“It’s a nice color, not too watery,” she says. “Some people don’t fry their vegetables and they use dried vegetables, which doesn’t work.”
The stew is rich and dense, bitter with fenugreek and suffused with the distinct, earthy citrus smack of dried limes. Throughout the stew is a smattering of kidney beans, the small starchy nubs adding sweetness and texture to the melted mash of greens.
She tries the stew and emits what will be the first of many low moans while she eats.
Then, she claps with delight.
12:45 p.m. Jordan Market
As we make our way to Jordan Market, people on the street call to Aghdashloo.
“We love you,” says one woman, her hands full of groceries.
“Do you know who you’re walking with?” a man asks as he runs out of a nearby restaurant. “She’s amazing. The best!”
As soon as Aghdashloo walks into the market, she heads straight to the register. The man working the register sees her and smiles.
“Yes, we have them,” he says, already anticipating her question.
Whenever Aghdashloo is in town, she stops at Jordan Market for piroshki. The large orbs of fried dough are filled with cream and dusted with sugar. The market has them in plastic containers near the register, meant to entice you as you pay for your groceries.
In addition to the piroshki, this is where Aghdashloo shops for her infamous Persian parties, large dinners she likes to host for cast and crew after she’s wrapped a season of a series or a film.
She rattles off her go-to favorites while perusing the aisles.
For this installment of The Crawl, our celebrity food crawl series, Jeannie Mai Jenkins, host of the new ‘America’s Test Kitchen: The Next Generation,’ takes us on a four-hour, three-stop Vietnamese food crawl around the San Fernando Valley and shows us the right way to eat pho.
“Dried dill, cloves, cinnamon. Onion powder. Bay leaves. This yogurt dip seasoning. Just pour a little on top of your yogurt. Iranian cheese. The jams. Pickled garlic to keep the skin shining. Persian tea, of course.”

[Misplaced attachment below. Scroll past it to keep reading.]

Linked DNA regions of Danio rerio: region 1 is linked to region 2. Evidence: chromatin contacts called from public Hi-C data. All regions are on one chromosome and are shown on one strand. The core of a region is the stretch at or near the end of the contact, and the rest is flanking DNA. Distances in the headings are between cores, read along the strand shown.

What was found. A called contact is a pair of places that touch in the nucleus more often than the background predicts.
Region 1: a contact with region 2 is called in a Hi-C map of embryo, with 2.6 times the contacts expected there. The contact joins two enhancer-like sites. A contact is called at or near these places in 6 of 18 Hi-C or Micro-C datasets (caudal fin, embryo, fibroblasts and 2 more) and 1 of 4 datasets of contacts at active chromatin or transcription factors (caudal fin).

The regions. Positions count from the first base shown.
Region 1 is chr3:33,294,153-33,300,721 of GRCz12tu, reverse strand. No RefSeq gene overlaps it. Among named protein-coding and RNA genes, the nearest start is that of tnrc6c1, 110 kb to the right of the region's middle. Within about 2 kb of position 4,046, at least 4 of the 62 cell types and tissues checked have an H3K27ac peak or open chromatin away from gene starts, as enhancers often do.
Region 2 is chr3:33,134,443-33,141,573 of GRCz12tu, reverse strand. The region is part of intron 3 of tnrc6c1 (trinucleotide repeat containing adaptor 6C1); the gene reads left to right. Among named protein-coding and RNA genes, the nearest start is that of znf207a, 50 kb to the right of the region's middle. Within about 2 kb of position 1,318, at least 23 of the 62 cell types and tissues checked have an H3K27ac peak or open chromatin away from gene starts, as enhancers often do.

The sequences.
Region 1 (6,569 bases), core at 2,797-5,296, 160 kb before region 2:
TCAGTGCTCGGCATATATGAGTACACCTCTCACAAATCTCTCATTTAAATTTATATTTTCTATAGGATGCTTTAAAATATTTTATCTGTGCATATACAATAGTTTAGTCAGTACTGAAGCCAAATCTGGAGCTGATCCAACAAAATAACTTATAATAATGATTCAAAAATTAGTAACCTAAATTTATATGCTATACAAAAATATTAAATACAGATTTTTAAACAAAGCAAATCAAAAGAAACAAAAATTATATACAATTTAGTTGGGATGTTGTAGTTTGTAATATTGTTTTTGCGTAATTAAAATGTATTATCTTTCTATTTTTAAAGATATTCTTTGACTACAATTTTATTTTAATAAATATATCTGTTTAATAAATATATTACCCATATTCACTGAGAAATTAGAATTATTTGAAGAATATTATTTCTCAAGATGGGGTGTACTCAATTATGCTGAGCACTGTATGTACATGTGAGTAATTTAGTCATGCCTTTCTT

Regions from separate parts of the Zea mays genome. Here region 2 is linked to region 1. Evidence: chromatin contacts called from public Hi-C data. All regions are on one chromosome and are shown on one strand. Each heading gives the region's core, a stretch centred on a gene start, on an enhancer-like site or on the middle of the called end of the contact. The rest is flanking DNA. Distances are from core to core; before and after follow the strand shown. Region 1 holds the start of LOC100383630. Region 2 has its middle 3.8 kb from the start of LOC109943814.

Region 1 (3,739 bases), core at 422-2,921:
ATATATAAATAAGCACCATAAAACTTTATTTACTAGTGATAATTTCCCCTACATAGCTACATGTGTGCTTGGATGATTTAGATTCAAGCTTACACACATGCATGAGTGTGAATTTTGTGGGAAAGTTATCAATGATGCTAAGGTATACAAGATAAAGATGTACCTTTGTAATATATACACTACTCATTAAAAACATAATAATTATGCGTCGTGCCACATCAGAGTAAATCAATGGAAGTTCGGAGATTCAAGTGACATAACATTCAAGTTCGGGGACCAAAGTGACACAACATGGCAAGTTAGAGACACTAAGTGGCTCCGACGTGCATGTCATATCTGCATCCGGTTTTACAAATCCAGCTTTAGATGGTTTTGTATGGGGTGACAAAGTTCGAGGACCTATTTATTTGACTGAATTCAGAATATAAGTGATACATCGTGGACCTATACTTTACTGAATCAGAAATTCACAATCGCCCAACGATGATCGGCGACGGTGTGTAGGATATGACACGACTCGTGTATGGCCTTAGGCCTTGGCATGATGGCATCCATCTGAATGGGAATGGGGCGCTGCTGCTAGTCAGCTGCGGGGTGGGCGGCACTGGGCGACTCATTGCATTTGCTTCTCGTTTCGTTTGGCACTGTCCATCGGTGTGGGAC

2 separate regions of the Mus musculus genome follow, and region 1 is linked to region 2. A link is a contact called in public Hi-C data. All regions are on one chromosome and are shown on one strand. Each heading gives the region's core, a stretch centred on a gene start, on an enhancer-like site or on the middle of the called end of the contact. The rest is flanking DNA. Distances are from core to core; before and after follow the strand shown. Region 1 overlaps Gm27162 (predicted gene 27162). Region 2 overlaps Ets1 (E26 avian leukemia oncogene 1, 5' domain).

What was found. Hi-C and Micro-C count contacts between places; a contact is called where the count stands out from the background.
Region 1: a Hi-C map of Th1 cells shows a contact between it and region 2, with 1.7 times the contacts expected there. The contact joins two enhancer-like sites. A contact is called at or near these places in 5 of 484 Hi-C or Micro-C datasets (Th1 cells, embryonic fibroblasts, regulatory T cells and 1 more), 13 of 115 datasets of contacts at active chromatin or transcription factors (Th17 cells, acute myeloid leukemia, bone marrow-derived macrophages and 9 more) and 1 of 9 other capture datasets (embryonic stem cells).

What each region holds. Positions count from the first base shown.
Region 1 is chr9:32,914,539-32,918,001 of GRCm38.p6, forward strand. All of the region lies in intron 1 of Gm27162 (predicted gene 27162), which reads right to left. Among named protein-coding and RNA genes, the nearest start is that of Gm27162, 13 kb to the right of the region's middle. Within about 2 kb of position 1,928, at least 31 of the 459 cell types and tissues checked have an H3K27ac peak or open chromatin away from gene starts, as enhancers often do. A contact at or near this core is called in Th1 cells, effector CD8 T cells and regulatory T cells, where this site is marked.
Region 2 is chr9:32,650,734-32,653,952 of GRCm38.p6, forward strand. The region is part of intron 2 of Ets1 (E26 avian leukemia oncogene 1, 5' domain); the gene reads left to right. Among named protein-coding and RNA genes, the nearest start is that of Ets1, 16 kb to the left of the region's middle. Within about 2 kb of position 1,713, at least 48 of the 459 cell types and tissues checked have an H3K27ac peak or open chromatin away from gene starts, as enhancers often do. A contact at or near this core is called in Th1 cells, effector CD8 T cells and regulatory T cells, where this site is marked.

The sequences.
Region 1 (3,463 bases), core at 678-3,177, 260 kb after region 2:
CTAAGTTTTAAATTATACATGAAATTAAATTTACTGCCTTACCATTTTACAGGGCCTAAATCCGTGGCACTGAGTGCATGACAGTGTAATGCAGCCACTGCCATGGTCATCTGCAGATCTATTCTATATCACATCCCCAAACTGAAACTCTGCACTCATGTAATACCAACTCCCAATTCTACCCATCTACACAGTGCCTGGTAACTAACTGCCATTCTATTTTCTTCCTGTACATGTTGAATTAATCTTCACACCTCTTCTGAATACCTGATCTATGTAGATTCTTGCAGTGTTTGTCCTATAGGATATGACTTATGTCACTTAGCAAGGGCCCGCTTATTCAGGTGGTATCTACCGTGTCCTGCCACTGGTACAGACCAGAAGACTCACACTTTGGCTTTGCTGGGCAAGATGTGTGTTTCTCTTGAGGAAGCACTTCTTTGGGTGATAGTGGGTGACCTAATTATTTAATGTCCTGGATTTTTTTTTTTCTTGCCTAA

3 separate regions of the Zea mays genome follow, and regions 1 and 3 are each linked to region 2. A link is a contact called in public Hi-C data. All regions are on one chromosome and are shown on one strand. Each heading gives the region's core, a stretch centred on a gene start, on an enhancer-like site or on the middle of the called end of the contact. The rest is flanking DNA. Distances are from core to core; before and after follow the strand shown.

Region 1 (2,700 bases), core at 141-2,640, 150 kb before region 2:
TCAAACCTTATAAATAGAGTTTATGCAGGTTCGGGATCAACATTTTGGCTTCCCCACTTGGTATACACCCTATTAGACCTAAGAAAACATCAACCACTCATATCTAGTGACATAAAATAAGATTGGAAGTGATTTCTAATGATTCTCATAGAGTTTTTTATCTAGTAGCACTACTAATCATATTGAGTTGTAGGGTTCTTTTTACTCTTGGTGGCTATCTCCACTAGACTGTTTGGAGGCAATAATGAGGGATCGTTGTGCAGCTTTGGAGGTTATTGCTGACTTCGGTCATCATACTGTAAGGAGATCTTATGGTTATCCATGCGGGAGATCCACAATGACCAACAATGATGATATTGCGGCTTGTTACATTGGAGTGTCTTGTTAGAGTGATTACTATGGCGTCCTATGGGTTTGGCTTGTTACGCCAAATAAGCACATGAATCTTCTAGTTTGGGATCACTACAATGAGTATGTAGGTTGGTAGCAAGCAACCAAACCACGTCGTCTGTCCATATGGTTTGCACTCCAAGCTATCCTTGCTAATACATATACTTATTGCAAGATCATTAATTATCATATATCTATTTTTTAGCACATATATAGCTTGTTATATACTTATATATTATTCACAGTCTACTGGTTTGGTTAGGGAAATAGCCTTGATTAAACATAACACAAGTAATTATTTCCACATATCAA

A customer in the market shoves his smiling baby daughter into her arms, then asks for a photo. Aghdashloo obliges, cooing at the baby.
She breaks into her piroshki before we leave the store, powdered sugar clinging to her lips as we depart.
1:58 p.m. Javan Restaurant
Aghdashloo has a specific dish in mind at each stop along the crawl. At Javan, it’s kebab and rice.
While we wait for our food, she gets up from her seat to stand beside me. She wants to play me a clip of herself in “Renfield.”
In the video, her character, Bellafrancesca Lobo, meets Dracula, played by Nicolas Cage. She watches me watch, giddy and laughing.
“She’s flirting with Dracula!” she says incredulously. “Oh,” she says with a hand to her chest, imitating her character.
Our server interrupts the viewing with a platter of meat. He gingerly sets down the giant oval plate crammed with beef koobideh, barg, chicken koobideh and chicken kebab. The koobideh, logs of pressed, seasoned ground beef, are one of the dishes Aghdashloo uses as a litmus test for Persian restaurants.
She stabs a piece of koobideh, then takes a bite before vigorously nodding her head. She seems to eat with her entire body.
“It’s harder to make than barg and you have to season it right and cook it just right,” she says. “This one is just right.”
Aghdashloo says she didn’t learn how to cook until she was 35, prompted when she became a mother. She asked a friend from Iran to teach her how to make some basic stews and rice.
“That’s how I started cooking,” she says. “But I still cannot call myself a cook. My mother used to say you call yourself a cook when you can make pastries.”
Though she won’t call herself a cook, Aghdashloo hosts lavish Persian parties for friends and castmates whenever she’s in town and has the time to devote to serving a crowd.
“By Persian parties, I mean eat, dance and tell jokes,” she says. “Loose, fun and energetic.”
Aghdashloo’s blueprint for the party starts with a full day of shopping, cleaning and prepping vegetables and marinating meats. The morning of the party, she wakes early, giving herself enough time to devote to the ghormeh sabzi. By 7 p.m., when her guests arrive, she greets each one at the door with a shot of vodka and a “bump” of caviar.